Like many federal employees, Eric Rohlfing will be watching President Trump on Tuesday night as he addresses a joint session of Congress. Specifically, the chemist will be listening carefully for clues to his future employment status. Rohlfing is the leader of a unique science and technology start-up agency tucked inside the Department of Energy, and he and his staff have been trying to convince the new administration to keep it alive.
The Advanced Research Projects Agency–Energy, or ARPA-E, provides seed money for hundreds of high-risk energy-related projects stuck between research and commercialization. And this week, the fruits of these grants are on display at the annual ARPA-E Summit in National Harbor, Md., a few miles outside Washington. A cavernous convention hall bustles with far-out ways to cool, heat, convert, conserve, or invent energy—all of which could soon be on the chopping block, as Trump discusses how he plans to cut $54 billion from various domestic programs and shift money to the Department of Defense.
Sitting at one table in the convention hall are the Berkeley engineering professors crafting custom chairs and footbeds that keep you warm at the office without turning up the building’s heat. Or the giant harvesting machine that Purdue researchers converted into a robotic sensor—one that can tell which kinds of corn varieties will produce the best ethanol. Then there’s the Iranian-born computer scientist who has devised an optical interconnector to boost the energy efficiency of giant super-computers.
Like Rohlfing, they are all wondering if the new Trump administration—and the yet-to-be confirmed Secretary of Energy Rick Perry—will dismantle or defund their projects. “We just heard about the new Trump budget and the possible cuts to renewable energy,” says Payman Samadi, a research scientist at Columbia University who works on an ARPA-E funded project with several academic partners. Last month, Trump transition team officials were preparing budget cuts to DOE science and research units based on a pre-existing blueprint created by the conservative Heritage Foundation think tank, according to The Hill.
Most of DOE’s money goes to work on the nation’s nuclear weapons and national laboratories, commanding a total budget of $30 billion. Of that sum, ARPA-E and its research grants only account for $291 million. “We’ve been working for a long time,” says Samadi. “Hopefully, there is still a lot of support.”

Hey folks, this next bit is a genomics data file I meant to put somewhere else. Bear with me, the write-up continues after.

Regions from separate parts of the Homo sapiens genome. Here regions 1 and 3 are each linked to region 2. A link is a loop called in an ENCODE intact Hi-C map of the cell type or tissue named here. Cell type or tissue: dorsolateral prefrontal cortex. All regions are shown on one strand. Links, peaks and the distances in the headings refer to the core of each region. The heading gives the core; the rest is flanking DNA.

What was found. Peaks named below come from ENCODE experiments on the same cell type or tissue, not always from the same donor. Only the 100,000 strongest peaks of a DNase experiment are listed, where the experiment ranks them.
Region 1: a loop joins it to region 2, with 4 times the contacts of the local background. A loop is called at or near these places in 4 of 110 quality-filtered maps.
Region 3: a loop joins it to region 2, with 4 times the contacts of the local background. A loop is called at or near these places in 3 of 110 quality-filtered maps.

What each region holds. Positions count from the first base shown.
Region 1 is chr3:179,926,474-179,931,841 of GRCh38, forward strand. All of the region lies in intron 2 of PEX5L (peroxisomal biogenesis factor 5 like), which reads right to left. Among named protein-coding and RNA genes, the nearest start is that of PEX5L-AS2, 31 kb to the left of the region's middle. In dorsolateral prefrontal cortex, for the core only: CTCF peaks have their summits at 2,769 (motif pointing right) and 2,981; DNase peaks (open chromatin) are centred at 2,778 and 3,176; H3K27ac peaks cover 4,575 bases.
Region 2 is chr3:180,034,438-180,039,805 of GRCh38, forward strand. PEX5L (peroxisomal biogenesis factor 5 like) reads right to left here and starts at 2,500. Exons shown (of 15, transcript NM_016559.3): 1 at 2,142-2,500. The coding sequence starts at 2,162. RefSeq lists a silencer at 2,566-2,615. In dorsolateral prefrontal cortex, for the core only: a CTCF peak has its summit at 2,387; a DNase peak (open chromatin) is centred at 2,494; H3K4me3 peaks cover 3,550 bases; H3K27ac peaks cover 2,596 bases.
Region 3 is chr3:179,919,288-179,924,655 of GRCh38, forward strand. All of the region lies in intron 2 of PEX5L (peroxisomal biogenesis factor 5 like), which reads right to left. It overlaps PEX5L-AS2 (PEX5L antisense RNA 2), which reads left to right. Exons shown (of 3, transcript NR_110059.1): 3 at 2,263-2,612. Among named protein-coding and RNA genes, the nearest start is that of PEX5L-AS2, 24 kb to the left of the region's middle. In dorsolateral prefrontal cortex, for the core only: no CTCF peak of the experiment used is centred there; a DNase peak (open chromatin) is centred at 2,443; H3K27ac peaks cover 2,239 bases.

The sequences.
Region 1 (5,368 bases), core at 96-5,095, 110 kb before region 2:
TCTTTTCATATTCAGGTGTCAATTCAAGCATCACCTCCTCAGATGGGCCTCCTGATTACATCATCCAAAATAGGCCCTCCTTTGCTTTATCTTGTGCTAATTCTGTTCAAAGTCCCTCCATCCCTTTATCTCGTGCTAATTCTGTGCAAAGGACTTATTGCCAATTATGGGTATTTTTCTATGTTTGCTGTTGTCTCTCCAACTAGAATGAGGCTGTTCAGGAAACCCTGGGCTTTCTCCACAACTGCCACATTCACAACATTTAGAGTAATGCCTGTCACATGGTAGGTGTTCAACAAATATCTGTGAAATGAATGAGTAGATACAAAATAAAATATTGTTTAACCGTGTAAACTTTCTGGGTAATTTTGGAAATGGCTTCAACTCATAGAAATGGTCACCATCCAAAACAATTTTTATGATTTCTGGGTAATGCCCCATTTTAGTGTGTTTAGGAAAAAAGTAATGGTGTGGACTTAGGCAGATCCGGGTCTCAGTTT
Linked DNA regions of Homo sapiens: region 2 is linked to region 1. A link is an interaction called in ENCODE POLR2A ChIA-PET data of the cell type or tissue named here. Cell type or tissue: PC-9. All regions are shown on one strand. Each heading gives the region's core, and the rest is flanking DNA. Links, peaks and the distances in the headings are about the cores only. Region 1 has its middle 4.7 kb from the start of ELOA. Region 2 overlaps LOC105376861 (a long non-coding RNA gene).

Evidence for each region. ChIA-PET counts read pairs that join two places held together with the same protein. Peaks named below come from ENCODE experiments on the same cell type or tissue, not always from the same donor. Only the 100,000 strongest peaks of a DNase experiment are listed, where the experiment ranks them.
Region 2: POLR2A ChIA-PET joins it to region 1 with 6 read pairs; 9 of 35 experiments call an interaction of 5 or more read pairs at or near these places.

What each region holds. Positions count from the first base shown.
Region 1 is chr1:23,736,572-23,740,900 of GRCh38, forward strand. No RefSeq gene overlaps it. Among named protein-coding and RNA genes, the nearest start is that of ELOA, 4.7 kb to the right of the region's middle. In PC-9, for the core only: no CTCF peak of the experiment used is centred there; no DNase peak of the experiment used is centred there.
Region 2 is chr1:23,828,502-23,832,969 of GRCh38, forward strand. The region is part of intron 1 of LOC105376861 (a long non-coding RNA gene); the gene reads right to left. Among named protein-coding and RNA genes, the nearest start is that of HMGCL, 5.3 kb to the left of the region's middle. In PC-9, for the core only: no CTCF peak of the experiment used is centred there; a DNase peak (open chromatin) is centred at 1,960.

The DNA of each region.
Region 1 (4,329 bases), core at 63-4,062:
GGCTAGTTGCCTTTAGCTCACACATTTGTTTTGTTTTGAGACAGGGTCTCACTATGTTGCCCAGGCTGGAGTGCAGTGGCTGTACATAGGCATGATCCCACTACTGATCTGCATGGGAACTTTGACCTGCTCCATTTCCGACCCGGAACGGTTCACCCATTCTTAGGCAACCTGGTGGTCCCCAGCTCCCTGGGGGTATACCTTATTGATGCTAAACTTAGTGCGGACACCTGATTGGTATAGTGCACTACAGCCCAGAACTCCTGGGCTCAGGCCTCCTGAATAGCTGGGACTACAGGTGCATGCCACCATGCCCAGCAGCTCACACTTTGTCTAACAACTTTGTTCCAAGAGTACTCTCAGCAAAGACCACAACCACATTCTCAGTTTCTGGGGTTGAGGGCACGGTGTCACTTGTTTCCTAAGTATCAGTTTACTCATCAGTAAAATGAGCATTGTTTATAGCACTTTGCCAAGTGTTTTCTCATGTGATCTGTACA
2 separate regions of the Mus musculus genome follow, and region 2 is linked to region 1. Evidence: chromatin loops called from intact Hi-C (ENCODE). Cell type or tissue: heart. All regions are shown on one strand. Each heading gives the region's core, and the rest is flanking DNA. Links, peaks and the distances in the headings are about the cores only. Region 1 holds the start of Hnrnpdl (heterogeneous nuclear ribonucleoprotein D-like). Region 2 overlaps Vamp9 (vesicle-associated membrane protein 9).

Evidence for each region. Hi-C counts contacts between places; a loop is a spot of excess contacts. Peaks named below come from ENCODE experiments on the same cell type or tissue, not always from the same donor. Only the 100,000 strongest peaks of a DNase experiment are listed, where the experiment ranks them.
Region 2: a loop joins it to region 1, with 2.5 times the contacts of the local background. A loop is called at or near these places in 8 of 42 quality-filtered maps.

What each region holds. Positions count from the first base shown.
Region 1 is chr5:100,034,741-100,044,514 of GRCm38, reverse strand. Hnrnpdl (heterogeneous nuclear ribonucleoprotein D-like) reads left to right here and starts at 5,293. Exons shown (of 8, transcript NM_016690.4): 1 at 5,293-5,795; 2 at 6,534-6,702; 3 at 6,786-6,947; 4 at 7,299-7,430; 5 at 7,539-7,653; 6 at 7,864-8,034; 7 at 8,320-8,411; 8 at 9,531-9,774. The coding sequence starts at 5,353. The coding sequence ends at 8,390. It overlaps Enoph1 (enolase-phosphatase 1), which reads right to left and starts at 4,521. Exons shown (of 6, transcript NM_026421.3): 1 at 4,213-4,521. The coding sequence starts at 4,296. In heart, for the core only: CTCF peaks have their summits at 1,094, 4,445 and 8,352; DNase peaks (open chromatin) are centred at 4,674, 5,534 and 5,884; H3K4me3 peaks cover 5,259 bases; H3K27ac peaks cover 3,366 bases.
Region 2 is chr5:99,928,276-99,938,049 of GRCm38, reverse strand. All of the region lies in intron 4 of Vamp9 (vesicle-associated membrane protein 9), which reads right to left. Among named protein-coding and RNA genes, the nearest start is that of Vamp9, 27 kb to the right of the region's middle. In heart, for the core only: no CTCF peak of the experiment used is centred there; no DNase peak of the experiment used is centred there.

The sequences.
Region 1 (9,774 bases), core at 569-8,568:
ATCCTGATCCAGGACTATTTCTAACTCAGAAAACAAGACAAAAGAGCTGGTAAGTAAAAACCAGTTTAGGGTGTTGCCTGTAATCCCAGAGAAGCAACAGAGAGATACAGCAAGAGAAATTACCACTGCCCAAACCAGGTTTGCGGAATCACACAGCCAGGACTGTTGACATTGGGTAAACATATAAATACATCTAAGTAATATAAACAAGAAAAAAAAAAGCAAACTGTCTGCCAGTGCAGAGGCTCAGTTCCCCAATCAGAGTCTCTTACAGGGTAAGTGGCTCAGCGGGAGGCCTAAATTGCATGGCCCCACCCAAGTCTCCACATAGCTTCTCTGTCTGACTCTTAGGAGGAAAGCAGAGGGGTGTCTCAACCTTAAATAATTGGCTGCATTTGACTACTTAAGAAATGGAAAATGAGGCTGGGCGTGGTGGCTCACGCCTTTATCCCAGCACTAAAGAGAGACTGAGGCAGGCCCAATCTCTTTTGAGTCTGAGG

Other researchers who receive money from ARPA-E say they may switch their focus from saving energy and protecting the planet to keeping America safe. The military needs good batteries so its soldiers and sailors can fight long distances from home without a recharge, just as consumers want a long-lasting laptop.
Alternative fuels and more efficient devices aren’t just environmentally friendly energy-savers. They can also be seen as a way to protect against the unstable countries that provide so much of the world’s oil. That might be the ticket to obtain government funding in the Trump administration’s anti-climate, anti-environment era, according to Craig Evans, CEO of ESS, a small startup based in Portland, Ore., that is building container size iron-salt storage batteries.
“What the DOE is trying to do is make a cleaner and more sustainable environment,” says Evans. “But if going down the safety route and energy security route is the best avenue, then we’ll use it.”
US Rep. Mark Takano, who represents Riverside, Calif., told the crowd of scientists, engineers, and entrepreneurs at the summit that he has adopted a similar pragmatic stance with his anti-environment colleagues in Congress. In fact, he’s part of a group of like-minded House members that focus on promoting battery storage technology, a Capitol Hill caucus that includes Republican climate-deniers as well as fellow Democrats.
“We may justify it under national defense,” says Takano. “You can take the point of view that batteries are good for renewables, but even if you are part of the climate change denial front, you can find strong support to move the industry forward.”
In either case, it will likely be a few weeks before ARPA-E’s Rohlfing knows whether his agency will get the budget axe, survive as an angel investor for immature tech projects, or shift its focus to defense-related energy. The Senate might vote to confirm Perry this week; then, the tough decisions will begin.
In the meantime, Rohlfing says he’ll be using data to make his case that the little agency that could is worth keeping. Since its launch in 2009, 74 of ARPA-E’s grantees have attracted $1.8 billion in private money, while 56 formed new companies. “We will tell our story and will advocate for it as strongly as we can,” said Rohlfing. “That’s my job.”